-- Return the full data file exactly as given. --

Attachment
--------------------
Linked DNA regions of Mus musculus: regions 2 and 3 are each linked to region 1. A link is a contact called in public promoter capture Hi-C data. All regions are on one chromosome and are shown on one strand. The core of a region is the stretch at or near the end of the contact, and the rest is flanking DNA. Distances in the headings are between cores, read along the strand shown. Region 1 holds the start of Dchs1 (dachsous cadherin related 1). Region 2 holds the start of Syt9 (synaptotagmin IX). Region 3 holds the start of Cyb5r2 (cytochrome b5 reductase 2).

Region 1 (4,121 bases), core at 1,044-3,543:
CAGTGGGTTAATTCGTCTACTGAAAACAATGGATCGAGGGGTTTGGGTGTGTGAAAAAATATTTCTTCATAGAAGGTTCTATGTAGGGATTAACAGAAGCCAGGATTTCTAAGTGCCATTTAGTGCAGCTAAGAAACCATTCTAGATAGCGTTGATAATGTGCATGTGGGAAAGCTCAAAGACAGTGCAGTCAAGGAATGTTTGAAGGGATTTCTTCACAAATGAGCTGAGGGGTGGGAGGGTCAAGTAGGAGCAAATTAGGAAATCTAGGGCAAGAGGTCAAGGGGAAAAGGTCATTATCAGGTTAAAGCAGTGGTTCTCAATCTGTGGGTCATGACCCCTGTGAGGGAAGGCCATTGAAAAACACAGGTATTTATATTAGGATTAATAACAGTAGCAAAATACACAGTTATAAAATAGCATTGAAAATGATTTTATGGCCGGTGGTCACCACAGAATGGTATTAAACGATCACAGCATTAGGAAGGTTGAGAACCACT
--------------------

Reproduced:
Linked DNA regions of Mus musculus: regions 2 and 3 are each linked to region 1. A link is a contact called in public promoter capture Hi-C data. All regions are on one chromosome and are shown on one strand. The core of a region is the stretch at or near the end of the contact, and the rest is flanking DNA. Distances in the headings are between cores, read along the strand shown. Region 1 holds the start of Dchs1 (dachsous cadherin related 1). Region 2 holds the start of Syt9 (synaptotagmin IX). Region 3 holds the start of Cyb5r2 (cytochrome b5 reductase 2).

Region 1 (4,121 bases), core at 1,044-3,543:
CAGTGGGTTAATTCGTCTACTGAAAACAATGGATCGAGGGGTTTGGGTGTGTGAAAAAATATTTCTTCATAGAAGGTTCTATGTAGGGATTAACAGAAGCCAGGATTTCTAAGTGCCATTTAGTGCAGCTAAGAAACCATTCTAGATAGCGTTGATAATGTGCATGTGGGAAAGCTCAAAGACAGTGCAGTCAAGGAATGTTTGAAGGGATTTCTTCACAAATGAGCTGAGGGGTGGGAGGGTCAAGTAGGAGCAAATTAGGAAATCTAGGGCAAGAGGTCAAGGGGAAAAGGTCATTATCAGGTTAAAGCAGTGGTTCTCAATCTGTGGGTCATGACCCCTGTGAGGGAAGGCCATTGAAAAACACAGGTATTTATATTAGGATTAATAACAGTAGCAAAATACACAGTTATAAAATAGCATTGAAAATGATTTTATGGCCGGTGGTCACCACAGAATGGTATTAAACGATCACAGCATTAGGAAGGTTGAGAACCACT